In a news release on May 9, 2013, the tax authorities of the United States, Australia and the United Kingdom announced a plan to share tax information regarding numerous trusts and other entities holding assets on behalf of residents throughout the world. The three countries have obtained a substantial amount of data, including information about the identities of individual owners and the advisors who helped them establish the structures. The announcement comes amid a flurry of anti-evasion activity spawned in large part by the Foreign Account Tax Compliance Act (FATCA).

Enacted by the HIRE Act of 2010, FATCA essentially requires foreign financial institutions (and certain other entities) to document and report to the IRS information on their U.S. accountholders (or substantial U.S. owners) or be subject to a 30 percent withholding tax on U.S. source income received (including FDAP, gross proceeds and foreign passthru payments). The U.S. Treasury and Internal Revenue Service (IRS) published a comprehensive set of final regulations in January 2013 and are currently finalizing key aspects of implementation, such as registration (by paper and online portal), withholding certificates and other forms, and coordination with other withholding regimes under the Code. Meanwhile, the U.S. Treasury has pursued intergovernmental agreements (IGAs) to facilitate FATCA implementation and compliance around the globe. To date, IGAs have been signed with Denmark, Ireland, Mexico, Norway, Switzerland and the United Kingdom, and many more are being negotiated.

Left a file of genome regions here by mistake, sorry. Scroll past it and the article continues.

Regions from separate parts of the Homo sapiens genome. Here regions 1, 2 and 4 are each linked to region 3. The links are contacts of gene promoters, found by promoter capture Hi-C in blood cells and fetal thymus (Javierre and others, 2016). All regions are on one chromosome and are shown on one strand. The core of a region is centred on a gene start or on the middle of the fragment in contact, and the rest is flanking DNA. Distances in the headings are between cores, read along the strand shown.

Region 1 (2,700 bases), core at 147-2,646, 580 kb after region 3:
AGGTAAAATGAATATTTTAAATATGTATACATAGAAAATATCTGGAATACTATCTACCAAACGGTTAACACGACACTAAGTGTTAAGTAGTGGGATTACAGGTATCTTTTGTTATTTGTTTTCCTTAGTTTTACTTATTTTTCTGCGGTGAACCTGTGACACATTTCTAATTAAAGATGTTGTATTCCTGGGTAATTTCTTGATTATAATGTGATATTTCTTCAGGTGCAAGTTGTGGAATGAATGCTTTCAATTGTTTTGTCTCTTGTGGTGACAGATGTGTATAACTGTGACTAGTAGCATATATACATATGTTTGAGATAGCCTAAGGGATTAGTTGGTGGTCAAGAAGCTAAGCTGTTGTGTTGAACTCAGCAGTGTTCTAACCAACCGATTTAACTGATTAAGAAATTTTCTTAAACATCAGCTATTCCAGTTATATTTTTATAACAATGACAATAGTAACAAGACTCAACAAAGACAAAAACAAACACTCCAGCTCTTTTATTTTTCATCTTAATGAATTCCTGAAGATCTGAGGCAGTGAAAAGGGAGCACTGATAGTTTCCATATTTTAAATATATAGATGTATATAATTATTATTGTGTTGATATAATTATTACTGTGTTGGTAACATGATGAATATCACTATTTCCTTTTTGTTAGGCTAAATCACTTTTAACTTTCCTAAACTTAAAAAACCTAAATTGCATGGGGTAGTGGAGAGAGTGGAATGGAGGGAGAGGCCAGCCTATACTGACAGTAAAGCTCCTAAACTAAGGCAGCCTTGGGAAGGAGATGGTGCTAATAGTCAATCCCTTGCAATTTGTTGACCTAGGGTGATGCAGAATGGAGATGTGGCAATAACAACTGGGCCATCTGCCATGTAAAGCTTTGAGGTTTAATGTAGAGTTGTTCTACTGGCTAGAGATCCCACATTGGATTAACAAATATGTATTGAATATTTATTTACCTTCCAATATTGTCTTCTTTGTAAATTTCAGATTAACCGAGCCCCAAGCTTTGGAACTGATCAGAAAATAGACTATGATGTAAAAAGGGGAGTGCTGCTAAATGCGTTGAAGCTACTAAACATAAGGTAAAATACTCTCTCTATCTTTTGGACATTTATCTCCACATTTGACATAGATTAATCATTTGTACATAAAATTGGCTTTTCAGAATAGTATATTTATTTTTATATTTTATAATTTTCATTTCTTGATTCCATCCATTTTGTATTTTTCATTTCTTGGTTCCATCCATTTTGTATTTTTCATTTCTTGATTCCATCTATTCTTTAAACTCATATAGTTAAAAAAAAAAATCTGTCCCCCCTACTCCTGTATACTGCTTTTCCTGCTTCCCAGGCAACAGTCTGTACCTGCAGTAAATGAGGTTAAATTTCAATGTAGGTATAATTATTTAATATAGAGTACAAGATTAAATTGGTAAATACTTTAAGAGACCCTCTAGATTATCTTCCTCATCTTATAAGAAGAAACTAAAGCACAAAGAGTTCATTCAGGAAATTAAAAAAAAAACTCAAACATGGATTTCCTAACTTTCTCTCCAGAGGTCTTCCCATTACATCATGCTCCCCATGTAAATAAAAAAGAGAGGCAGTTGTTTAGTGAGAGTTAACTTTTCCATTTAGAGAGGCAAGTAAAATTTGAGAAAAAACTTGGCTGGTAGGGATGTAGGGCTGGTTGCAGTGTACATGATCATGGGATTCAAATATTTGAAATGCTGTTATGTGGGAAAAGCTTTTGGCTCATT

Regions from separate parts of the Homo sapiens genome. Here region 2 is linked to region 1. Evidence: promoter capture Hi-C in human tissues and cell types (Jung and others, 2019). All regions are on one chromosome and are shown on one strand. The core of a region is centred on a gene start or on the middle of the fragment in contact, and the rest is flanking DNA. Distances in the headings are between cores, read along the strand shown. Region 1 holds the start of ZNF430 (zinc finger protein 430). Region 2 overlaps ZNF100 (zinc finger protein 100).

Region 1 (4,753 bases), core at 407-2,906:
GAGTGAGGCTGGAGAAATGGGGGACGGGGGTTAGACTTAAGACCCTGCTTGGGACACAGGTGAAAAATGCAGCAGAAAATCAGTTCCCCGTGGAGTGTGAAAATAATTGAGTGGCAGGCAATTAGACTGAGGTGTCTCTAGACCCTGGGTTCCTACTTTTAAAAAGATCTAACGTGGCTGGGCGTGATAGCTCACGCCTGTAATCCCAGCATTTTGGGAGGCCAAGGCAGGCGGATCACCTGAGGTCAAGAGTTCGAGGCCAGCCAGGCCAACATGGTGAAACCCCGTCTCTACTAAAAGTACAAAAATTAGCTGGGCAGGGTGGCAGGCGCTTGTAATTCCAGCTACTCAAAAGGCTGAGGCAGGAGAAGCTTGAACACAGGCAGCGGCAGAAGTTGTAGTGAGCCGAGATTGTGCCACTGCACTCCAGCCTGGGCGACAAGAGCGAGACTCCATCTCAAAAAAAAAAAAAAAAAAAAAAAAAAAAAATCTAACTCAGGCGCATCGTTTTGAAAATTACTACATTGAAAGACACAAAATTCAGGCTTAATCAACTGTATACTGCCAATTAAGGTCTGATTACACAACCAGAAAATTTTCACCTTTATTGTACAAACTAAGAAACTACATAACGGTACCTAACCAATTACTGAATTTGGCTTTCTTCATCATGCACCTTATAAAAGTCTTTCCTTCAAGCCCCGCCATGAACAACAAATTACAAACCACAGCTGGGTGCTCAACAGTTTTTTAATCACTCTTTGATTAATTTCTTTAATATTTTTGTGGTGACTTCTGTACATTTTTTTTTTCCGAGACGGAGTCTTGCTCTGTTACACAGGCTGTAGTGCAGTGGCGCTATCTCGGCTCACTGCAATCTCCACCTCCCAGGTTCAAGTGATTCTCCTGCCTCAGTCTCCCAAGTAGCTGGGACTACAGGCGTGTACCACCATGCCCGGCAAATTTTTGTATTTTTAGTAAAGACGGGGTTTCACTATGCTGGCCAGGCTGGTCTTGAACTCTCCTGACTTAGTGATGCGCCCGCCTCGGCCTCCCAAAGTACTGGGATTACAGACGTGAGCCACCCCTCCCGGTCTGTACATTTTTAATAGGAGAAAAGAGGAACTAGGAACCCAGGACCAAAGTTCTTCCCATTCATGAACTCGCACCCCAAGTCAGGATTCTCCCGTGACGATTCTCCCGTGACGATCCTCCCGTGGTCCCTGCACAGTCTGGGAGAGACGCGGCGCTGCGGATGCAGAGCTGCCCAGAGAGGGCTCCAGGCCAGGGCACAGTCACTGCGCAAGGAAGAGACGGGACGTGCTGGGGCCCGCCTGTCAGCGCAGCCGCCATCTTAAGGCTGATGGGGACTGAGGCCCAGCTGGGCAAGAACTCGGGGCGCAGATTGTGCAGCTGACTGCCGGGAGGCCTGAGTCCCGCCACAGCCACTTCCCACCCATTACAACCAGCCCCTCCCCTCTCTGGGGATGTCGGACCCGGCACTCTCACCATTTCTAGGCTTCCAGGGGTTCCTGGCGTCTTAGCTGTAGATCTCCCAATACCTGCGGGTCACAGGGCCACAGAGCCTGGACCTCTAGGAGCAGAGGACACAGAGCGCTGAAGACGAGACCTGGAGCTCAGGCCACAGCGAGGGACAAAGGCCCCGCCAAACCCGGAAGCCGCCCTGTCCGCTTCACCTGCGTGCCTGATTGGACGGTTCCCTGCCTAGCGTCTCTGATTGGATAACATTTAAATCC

The recent announcement by the United States, Australia and the United Kingdom also accompanies the concerted effort by much of the European Union (EU) to adopt a FATCA-like information-sharing regime. How to further discourage and combat international tax fraud and evasion, especially as facilitated by entity structures and bank secrecy laws, is expected to be a major focus at the upcoming EU council meeting and G8 summit. Even countries with notoriously formidable bank secrecy laws, such as Switzerland, Lichtenstein and Luxembourg, have bowed to the pressure and entered into bank account disclosure agreements.